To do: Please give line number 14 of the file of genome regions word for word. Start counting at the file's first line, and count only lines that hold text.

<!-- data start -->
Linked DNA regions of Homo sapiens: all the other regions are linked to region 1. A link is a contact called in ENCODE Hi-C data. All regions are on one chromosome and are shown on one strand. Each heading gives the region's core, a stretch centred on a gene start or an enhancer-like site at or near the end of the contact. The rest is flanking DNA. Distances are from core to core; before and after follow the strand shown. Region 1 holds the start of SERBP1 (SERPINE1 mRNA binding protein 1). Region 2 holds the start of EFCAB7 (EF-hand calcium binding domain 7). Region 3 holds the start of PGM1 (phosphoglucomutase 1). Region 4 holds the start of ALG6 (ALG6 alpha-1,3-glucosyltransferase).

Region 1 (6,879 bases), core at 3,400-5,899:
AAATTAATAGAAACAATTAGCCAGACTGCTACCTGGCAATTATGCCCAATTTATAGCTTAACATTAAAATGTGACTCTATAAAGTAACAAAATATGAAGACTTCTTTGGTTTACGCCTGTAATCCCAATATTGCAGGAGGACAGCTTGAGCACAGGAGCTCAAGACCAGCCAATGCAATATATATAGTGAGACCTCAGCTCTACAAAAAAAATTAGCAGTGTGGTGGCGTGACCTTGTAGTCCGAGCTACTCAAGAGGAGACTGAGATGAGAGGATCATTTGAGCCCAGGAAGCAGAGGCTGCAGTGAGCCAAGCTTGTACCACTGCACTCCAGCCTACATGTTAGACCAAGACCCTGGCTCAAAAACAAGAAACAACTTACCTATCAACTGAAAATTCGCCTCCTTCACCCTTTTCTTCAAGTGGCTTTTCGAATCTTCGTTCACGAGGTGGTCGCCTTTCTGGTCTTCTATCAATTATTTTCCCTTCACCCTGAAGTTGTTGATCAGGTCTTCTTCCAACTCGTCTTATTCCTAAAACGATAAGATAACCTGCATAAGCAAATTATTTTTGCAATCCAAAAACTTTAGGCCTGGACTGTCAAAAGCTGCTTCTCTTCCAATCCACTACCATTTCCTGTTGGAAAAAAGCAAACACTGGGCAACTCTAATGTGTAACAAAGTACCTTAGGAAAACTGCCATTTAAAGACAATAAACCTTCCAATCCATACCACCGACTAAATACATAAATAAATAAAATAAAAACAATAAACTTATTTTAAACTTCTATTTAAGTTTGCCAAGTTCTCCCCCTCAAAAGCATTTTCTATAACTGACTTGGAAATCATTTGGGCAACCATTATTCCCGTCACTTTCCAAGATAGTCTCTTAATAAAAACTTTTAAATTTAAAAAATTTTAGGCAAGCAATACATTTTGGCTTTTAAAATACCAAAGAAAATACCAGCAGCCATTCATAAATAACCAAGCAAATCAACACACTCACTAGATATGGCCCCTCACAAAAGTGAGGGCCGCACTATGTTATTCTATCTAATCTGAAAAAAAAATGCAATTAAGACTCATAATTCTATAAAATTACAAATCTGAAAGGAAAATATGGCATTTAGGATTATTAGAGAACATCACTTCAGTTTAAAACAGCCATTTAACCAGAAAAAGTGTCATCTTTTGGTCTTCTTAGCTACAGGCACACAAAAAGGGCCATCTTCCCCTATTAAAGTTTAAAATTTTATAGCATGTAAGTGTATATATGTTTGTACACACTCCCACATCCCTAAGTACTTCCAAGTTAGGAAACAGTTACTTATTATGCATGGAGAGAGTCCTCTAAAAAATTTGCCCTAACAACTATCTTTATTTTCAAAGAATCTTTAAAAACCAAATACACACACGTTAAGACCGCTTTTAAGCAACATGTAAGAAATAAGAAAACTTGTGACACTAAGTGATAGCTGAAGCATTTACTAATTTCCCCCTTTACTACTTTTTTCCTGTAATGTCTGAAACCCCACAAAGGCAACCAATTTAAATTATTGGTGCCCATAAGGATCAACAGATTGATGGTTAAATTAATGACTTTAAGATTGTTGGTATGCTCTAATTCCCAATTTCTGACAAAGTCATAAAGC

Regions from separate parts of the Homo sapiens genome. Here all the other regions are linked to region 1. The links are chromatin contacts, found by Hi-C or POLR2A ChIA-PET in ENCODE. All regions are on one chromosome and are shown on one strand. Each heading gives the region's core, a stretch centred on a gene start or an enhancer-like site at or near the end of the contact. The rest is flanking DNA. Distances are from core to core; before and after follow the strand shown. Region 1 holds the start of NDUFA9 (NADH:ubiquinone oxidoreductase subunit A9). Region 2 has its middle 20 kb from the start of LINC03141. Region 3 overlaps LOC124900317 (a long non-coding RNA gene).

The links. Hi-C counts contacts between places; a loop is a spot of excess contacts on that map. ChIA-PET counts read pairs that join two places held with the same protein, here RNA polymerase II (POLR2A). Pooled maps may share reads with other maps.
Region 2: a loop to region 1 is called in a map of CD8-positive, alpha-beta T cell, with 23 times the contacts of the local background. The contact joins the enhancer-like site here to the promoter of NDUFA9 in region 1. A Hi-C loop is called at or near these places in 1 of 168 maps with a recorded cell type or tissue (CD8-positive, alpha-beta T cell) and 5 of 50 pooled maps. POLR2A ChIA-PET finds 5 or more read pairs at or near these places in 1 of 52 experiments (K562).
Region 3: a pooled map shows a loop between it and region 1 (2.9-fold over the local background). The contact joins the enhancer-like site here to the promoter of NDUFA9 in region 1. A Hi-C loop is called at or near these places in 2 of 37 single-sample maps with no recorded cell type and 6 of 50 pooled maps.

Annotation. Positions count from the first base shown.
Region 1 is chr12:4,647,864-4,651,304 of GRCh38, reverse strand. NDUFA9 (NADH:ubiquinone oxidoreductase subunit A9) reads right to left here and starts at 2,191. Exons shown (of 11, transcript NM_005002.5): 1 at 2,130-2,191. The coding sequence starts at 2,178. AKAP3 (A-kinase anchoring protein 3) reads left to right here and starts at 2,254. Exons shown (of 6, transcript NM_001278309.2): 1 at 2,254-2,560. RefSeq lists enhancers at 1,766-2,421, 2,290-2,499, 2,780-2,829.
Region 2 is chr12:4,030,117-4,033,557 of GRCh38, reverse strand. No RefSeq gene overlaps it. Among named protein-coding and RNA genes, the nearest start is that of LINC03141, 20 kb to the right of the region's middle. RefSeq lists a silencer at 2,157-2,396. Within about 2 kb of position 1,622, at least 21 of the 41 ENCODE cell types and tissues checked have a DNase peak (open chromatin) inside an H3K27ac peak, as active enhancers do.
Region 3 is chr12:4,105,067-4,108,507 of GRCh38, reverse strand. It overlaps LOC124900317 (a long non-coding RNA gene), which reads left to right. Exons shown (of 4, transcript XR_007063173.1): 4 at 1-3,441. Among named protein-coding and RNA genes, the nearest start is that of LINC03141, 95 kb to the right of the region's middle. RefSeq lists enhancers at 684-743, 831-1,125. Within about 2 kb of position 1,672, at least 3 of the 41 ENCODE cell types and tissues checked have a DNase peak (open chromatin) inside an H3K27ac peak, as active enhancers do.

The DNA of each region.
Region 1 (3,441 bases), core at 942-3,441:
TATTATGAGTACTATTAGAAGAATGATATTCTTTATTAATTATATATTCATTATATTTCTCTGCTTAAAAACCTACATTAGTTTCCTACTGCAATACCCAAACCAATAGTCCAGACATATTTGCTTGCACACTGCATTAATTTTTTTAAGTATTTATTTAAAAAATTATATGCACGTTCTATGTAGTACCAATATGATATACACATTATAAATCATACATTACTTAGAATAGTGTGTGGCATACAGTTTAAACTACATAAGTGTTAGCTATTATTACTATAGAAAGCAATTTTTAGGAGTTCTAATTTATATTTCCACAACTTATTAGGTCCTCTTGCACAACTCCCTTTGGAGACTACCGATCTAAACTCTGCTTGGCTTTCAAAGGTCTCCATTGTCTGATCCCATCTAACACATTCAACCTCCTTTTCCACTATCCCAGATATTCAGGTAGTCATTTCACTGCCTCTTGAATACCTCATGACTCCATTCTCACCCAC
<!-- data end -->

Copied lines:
TATTATGAGTACTATTAGAAGAATGATATTCTTTATTAATTATATATTCATTATATTTCTCTGCTTAAAAACCTACATTAGTTTCCTACTGCAATACCCAAACCAATAGTCCAGACATATTTGCTTGCACACTGCATTAATTTTTTTAAGTATTTATTTAAAAAATTATATGCACGTTCTATGTAGTACCAATATGATATACACATTATAAATCATACATTACTTAGAATAGTGTGTGGCATACAGTTTAAACTACATAAGTGTTAGCTATTATTACTATAGAAAGCAATTTTTAGGAGTTCTAATTTATATTTCCACAACTTATTAGGTCCTCTTGCACAACTCCCTTTGGAGACTACCGATCTAAACTCTGCTTGGCTTTCAAAGGTCTCCATTGTCTGATCCCATCTAACACATTCAACCTCCTTTTCCACTATCCCAGATATTCAGGTAGTCATTTCACTGCCTCTTGAATACCTCATGACTCCATTCTCACCCAC